Wednesday, February 10, 2021

Socializing & Happiness

I have read that socializing with others generally increases a person’s happiness. I do not find that myself. I enjoy some socializing and being with some people. However, I turn down more requests to socialize than I accept, and some think I am weird. Do you know any research about this?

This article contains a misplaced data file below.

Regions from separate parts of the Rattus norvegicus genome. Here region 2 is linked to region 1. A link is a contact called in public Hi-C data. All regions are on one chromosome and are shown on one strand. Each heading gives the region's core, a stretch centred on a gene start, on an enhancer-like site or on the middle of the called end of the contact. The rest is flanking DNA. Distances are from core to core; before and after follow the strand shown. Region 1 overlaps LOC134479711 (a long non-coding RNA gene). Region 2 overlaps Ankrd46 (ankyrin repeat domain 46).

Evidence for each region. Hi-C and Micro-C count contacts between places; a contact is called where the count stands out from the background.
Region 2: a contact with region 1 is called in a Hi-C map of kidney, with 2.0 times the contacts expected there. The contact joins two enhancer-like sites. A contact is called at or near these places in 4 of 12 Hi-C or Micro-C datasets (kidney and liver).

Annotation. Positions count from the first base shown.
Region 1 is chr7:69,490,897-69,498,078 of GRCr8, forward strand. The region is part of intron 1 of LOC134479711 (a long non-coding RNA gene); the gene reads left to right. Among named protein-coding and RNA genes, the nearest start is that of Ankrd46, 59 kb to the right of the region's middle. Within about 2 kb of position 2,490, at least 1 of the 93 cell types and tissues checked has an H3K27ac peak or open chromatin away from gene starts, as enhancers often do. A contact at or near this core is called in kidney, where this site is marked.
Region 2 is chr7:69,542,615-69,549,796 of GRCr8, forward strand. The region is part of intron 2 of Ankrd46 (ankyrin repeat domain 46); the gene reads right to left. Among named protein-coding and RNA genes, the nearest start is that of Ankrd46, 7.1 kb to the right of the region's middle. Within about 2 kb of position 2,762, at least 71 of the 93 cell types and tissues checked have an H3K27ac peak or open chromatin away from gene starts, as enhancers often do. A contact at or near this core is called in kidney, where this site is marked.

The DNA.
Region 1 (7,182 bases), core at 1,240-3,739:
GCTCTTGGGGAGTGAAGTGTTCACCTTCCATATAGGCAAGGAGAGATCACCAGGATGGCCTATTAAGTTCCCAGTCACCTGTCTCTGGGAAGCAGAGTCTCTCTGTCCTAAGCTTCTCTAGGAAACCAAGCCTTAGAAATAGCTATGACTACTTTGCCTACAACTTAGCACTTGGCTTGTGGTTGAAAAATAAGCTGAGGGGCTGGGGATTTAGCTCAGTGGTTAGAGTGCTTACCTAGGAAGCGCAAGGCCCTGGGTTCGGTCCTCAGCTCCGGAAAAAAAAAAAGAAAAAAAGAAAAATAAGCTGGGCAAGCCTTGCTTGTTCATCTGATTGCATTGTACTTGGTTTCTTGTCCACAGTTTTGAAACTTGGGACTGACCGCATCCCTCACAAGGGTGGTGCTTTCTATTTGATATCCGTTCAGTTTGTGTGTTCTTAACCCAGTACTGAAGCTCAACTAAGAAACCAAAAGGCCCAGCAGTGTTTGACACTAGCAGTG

A study was done in 2016 by Li and Kanazawa, 2016) and published in the British Journal of Psychology. The long-term study followed adults ages 18 and 28 and studied population density and personal satisfaction with life. According to the authors, generally those who lived in less densely populated areas were more satisfied with life. Also, the more people socialized, the happier they were. The study found a fascinating exception: people with high intelligence tended to experience lower life satisfaction with more frequent socialization with friends. The researchers found that with intelligence comes more of a focus on long-term projects and goals. Frequent socialization may distract them from their long-term and satisfying projects. From a brain-function perspective, the human brain is relational and needs some socialization. The ideal amount, however, varies based on at least a person’s brain level of extroversion, ambiversion, or introversion. It would be interesting to see a study that looked at this as well as the amount of socialization, intelligence level, and satisfaction.

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